One hundred years ago today the Great War began. On the eve of war, Sir Edward Grey, the British Foreign Secretary had this to say: "The lamps are going out all over Europe, we shall not see them lit again in our life-time." Some reckon the lamps never came back on.
The legacy of the First World War is our modern world. Few today realise the significance of this great conflict and its role in molding our present.
The First World and the Birth of our World
There has been much nonsense said and written about the First World War. The popular, and enduring image, is of brave, young, idealistic soldiers led by callous well-fed generals situated many miles from the front. The myth lingers and echoes of 'lions led by donkeys' can still be heard today. Of course there is some truth in this, as in all great myths. But this is not the whole truth. The losses of men and material were indeed phenomenal. With our modern minds we find it hard to fathom how men endured; their mindset is alien and beyond our comprehension. Losses encountered then would be unthinkable today. The irony of course is that our modern mindset, and the birth of the modern world, is largely due to the First World War. And yet most people today would be hard put to even state, with any accuracy, the date it began.
Strength in Defense
The dilemma faced by military leaders, of all the warring states, in the First World War was that defence had become immensely strong. But wars are not won by those applying wholly defensive strategies. Wars are won by the offensive. To rely totally on defence is to cede initiative to those who are prepared to attack. The reasons why defense had become so strong are many. The bolt action rifle, the machine gun and cannon capable of delivering high explosive are obvious causes. Barbed wire made a cheap but efficient means of checking an advance, or at least holding it until the machine gun had done its work. Less obvious causes relate to transport. Breakthrough could be achieved by huge effort. Advance could only occur, at best, at the pace of a man's walk. Those on the defensive could rush fresh soldiers to plug the gap by motor vehicle or more usually by train. The aggressor tired, and now without heavy artillery, would be faced by fresh and well provisioned opponents. Eventual victory would go to those who continued to attack. They would have to accept the high casualty list; those relying on defence would eventually run out of land. The trick of course, for the attacker, was not to run out of men before this. The Russians were perhaps an exception. They could retreat a very long way and still remain in the war; their man supply was almost limitless. Other forces would come to underlie their eventual defeat. All the warring states appreciated these facts and all pursued, in the main, an aggressive attacking stance throughout. This is not to say that all states fought on the offensive at all times on all fronts. No state had the wherewithal for this. Defence and relative inactivity were necessary at times. But if not actively engaged in the offensive the warring nations were planning for the attack.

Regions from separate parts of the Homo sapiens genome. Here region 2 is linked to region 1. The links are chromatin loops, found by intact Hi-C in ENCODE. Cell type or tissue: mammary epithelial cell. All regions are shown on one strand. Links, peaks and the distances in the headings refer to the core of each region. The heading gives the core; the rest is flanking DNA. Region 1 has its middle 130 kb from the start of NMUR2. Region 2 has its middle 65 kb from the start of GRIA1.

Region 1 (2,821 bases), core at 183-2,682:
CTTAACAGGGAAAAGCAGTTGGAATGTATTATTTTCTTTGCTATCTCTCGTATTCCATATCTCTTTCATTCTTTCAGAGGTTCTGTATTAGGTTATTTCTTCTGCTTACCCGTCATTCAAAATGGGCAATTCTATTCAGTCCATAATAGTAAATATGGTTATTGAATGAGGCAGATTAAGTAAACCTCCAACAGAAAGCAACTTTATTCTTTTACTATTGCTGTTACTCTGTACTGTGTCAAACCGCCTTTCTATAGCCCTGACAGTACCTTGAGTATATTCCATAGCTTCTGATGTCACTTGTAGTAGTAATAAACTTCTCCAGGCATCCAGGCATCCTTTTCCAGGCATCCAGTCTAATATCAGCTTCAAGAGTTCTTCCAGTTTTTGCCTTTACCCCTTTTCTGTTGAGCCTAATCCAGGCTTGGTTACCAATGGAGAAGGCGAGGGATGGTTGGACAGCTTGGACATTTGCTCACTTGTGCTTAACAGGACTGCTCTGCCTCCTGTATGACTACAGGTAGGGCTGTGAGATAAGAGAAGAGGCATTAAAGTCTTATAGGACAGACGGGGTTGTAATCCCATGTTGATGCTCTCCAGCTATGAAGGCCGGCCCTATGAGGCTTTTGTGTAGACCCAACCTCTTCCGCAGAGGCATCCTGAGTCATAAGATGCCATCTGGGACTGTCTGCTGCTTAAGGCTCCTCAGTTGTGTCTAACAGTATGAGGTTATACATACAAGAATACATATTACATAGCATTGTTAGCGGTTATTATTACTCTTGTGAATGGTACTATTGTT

Casualty Rates and the First World War
The generals expected and prepared for high casualty rates. As one French general put it: 'Whatever you do, you lose a lot of men'. On the first day of the Somme the British suffered 60,000 casualties By the end of the offensive, three and a half months later, 420,000 men had been lost. The Germans suffered 650,000 losses in men. Although on the defensive, German doctrine of the time demanded aggressive counterattacks to take back lost ground. In this way they suffered the disadvantages of both defence and attack.
War Without End
Thoughtful men argued that there must be another way to achieve victory. But no one could suggest how. There was no other way. Instruments designed to address the balance between attack and defence were available to First World War generals, but they had not yet achieved battlefield mastery. The tank and aeroplane would eventually tip the balance in favour of the attacker, but that would have to await another war. The consequences of losing the war were unthinkable. And so men continued to fight and die. Resources available to both sides in men and material were vast; industrialisation assured that. Victory and peace could not be achieved without great cost. Some thought the war would never end.
All wars end. The First World War ended in November 1918. The beginning of the end occurred in the preceding March. This started with the 'Kaiser's battle'. The Germans thought that this western offensive would end the war and in a way they were right. The Germans quickly gained swathes of French territory. The reasons why they succeeded where others had failed will not be considered here, though it is fair to say that new tactics were only partially responsible. But even the mighty German army could not overcome the principles of war. Impressive gains were mirrored by impressive casualty lists. At the battle's end the Germans had lost at least 800,000 men.The German army could not sustain such losses at this time in the war. The initiative went to the allies. The allies continued to attack until the very end, although their gains in land were modest.
War to End all Wars
The war ended on the eleventh hour of the eleventh day of the eleventh month. It is estimated that 8.5 million soldiers died in the war. After such sacrifice surely the world would become a better place? A naive sentiment perhaps, but laudable even so; disillusionment would set in later.